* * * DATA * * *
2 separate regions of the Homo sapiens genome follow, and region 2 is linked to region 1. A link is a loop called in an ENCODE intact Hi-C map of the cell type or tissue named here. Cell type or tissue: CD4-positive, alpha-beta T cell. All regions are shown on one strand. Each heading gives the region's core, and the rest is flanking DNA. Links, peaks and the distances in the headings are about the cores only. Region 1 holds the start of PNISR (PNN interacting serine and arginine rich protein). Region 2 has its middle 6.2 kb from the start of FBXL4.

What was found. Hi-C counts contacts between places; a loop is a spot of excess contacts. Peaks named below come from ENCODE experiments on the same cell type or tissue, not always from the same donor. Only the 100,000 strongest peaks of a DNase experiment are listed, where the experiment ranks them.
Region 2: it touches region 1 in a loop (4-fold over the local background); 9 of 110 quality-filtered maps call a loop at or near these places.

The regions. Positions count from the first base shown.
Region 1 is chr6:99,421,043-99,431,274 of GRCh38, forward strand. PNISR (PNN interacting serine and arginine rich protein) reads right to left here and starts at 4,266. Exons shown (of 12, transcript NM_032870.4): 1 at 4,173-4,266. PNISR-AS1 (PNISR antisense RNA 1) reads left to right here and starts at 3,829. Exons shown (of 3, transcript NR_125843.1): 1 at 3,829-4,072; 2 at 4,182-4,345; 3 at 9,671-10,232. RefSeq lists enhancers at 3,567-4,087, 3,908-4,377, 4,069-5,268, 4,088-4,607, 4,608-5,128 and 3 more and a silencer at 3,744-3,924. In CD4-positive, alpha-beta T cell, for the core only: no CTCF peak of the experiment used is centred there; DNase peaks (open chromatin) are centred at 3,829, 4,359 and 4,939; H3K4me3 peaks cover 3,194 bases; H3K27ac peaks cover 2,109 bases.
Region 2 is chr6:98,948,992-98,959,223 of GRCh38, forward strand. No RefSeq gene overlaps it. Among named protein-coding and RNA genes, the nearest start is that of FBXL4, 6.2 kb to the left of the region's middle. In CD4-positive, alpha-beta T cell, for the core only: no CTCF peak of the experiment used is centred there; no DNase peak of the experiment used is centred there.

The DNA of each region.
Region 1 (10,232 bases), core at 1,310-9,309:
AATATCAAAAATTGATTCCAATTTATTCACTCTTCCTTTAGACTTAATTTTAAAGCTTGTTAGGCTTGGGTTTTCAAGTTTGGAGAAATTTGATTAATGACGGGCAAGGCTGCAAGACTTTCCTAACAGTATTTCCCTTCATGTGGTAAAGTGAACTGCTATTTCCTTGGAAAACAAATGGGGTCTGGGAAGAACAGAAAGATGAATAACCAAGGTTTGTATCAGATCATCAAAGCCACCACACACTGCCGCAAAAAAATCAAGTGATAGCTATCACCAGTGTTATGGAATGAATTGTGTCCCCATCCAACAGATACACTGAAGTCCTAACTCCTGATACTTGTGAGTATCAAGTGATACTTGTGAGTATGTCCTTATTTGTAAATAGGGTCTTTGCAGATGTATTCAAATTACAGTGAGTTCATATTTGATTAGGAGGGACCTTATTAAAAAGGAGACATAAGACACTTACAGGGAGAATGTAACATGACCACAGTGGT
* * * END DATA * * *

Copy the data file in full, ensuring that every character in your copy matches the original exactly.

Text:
2 separate regions of the Homo sapiens genome follow, and region 2 is linked to region 1. A link is a loop called in an ENCODE intact Hi-C map of the cell type or tissue named here. Cell type or tissue: CD4-positive, alpha-beta T cell. All regions are shown on one strand. Each heading gives the region's core, and the rest is flanking DNA. Links, peaks and the distances in the headings are about the cores only. Region 1 holds the start of PNISR (PNN interacting serine and arginine rich protein). Region 2 has its middle 6.2 kb from the start of FBXL4.

What was found. Hi-C counts contacts between places; a loop is a spot of excess contacts. Peaks named below come from ENCODE experiments on the same cell type or tissue, not always from the same donor. Only the 100,000 strongest peaks of a DNase experiment are listed, where the experiment ranks them.
Region 2: it touches region 1 in a loop (4-fold over the local background); 9 of 110 quality-filtered maps call a loop at or near these places.

The regions. Positions count from the first base shown.
Region 1 is chr6:99,421,043-99,431,274 of GRCh38, forward strand. PNISR (PNN interacting serine and arginine rich protein) reads right to left here and starts at 4,266. Exons shown (of 12, transcript NM_032870.4): 1 at 4,173-4,266. PNISR-AS1 (PNISR antisense RNA 1) reads left to right here and starts at 3,829. Exons shown (of 3, transcript NR_125843.1): 1 at 3,829-4,072; 2 at 4,182-4,345; 3 at 9,671-10,232. RefSeq lists enhancers at 3,567-4,087, 3,908-4,377, 4,069-5,268, 4,088-4,607, 4,608-5,128 and 3 more and a silencer at 3,744-3,924. In CD4-positive, alpha-beta T cell, for the core only: no CTCF peak of the experiment used is centred there; DNase peaks (open chromatin) are centred at 3,829, 4,359 and 4,939; H3K4me3 peaks cover 3,194 bases; H3K27ac peaks cover 2,109 bases.
Region 2 is chr6:98,948,992-98,959,223 of GRCh38, forward strand. No RefSeq gene overlaps it. Among named protein-coding and RNA genes, the nearest start is that of FBXL4, 6.2 kb to the left of the region's middle. In CD4-positive, alpha-beta T cell, for the core only: no CTCF peak of the experiment used is centred there; no DNase peak of the experiment used is centred there.

The DNA of each region.
Region 1 (10,232 bases), core at 1,310-9,309:
AATATCAAAAATTGATTCCAATTTATTCACTCTTCCTTTAGACTTAATTTTAAAGCTTGTTAGGCTTGGGTTTTCAAGTTTGGAGAAATTTGATTAATGACGGGCAAGGCTGCAAGACTTTCCTAACAGTATTTCCCTTCATGTGGTAAAGTGAACTGCTATTTCCTTGGAAAACAAATGGGGTCTGGGAAGAACAGAAAGATGAATAACCAAGGTTTGTATCAGATCATCAAAGCCACCACACACTGCCGCAAAAAAATCAAGTGATAGCTATCACCAGTGTTATGGAATGAATTGTGTCCCCATCCAACAGATACACTGAAGTCCTAACTCCTGATACTTGTGAGTATCAAGTGATACTTGTGAGTATGTCCTTATTTGTAAATAGGGTCTTTGCAGATGTATTCAAATTACAGTGAGTTCATATTTGATTAGGAGGGACCTTATTAAAAAGGAGACATAAGACACTTACAGGGAGAATGTAACATGACCACAGTGGT